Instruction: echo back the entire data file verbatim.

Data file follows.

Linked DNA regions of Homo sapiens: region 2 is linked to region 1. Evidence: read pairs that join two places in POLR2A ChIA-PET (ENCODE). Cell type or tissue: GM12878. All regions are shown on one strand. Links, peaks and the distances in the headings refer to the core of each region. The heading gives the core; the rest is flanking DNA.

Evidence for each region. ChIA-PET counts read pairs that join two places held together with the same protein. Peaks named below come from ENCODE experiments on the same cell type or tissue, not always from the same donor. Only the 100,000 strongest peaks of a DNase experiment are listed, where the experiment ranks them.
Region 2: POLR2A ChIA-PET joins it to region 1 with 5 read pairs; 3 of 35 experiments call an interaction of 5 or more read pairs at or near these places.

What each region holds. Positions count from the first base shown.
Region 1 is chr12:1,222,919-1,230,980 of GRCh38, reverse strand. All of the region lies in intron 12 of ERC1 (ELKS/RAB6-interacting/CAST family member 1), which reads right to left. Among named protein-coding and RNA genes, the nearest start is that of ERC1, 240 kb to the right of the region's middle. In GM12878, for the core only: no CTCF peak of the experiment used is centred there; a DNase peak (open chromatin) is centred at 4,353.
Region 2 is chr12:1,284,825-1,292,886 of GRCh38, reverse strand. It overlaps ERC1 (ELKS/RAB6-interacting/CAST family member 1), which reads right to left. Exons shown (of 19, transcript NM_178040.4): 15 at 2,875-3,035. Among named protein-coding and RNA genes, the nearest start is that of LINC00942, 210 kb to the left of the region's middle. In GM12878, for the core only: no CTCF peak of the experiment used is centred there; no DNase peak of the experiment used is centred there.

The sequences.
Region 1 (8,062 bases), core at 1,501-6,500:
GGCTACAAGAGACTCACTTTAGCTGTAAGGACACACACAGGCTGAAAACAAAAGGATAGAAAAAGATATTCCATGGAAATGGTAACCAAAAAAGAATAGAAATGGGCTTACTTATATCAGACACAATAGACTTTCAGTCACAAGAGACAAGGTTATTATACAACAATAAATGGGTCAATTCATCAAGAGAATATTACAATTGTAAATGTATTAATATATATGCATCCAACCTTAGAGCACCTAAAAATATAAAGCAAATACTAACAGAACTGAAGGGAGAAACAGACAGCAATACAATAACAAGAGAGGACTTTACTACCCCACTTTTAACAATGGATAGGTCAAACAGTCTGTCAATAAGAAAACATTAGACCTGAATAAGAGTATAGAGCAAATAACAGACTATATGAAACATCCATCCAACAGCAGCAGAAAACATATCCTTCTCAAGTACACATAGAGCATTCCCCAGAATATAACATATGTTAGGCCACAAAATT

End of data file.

Linked DNA regions of Homo sapiens: region 2 is linked to region 1. Evidence: read pairs that join two places in POLR2A ChIA-PET (ENCODE). Cell type or tissue: GM12878. All regions are shown on one strand. Links, peaks and the distances in the headings refer to the core of each region. The heading gives the core; the rest is flanking DNA.

Evidence for each region. ChIA-PET counts read pairs that join two places held together with the same protein. Peaks named below come from ENCODE experiments on the same cell type or tissue, not always from the same donor. Only the 100,000 strongest peaks of a DNase experiment are listed, where the experiment ranks them.
Region 2: POLR2A ChIA-PET joins it to region 1 with 5 read pairs; 3 of 35 experiments call an interaction of 5 or more read pairs at or near these places.

What each region holds. Positions count from the first base shown.
Region 1 is chr12:1,222,919-1,230,980 of GRCh38, reverse strand. All of the region lies in intron 12 of ERC1 (ELKS/RAB6-interacting/CAST family member 1), which reads right to left. Among named protein-coding and RNA genes, the nearest start is that of ERC1, 240 kb to the right of the region's middle. In GM12878, for the core only: no CTCF peak of the experiment used is centred there; a DNase peak (open chromatin) is centred at 4,353.
Region 2 is chr12:1,284,825-1,292,886 of GRCh38, reverse strand. It overlaps ERC1 (ELKS/RAB6-interacting/CAST family member 1), which reads right to left. Exons shown (of 19, transcript NM_178040.4): 15 at 2,875-3,035. Among named protein-coding and RNA genes, the nearest start is that of LINC00942, 210 kb to the left of the region's middle. In GM12878, for the core only: no CTCF peak of the experiment used is centred there; no DNase peak of the experiment used is centred there.

The sequences.
Region 1 (8,062 bases), core at 1,501-6,500:
GGCTACAAGAGACTCACTTTAGCTGTAAGGACACACACAGGCTGAAAACAAAAGGATAGAAAAAGATATTCCATGGAAATGGTAACCAAAAAAGAATAGAAATGGGCTTACTTATATCAGACACAATAGACTTTCAGTCACAAGAGACAAGGTTATTATACAACAATAAATGGGTCAATTCATCAAGAGAATATTACAATTGTAAATGTATTAATATATATGCATCCAACCTTAGAGCACCTAAAAATATAAAGCAAATACTAACAGAACTGAAGGGAGAAACAGACAGCAATACAATAACAAGAGAGGACTTTACTACCCCACTTTTAACAATGGATAGGTCAAACAGTCTGTCAATAAGAAAACATTAGACCTGAATAAGAGTATAGAGCAAATAACAGACTATATGAAACATCCATCCAACAGCAGCAGAAAACATATCCTTCTCAAGTACACATAGAGCATTCCCCAGAATATAACATATGTTAGGCCACAAAATT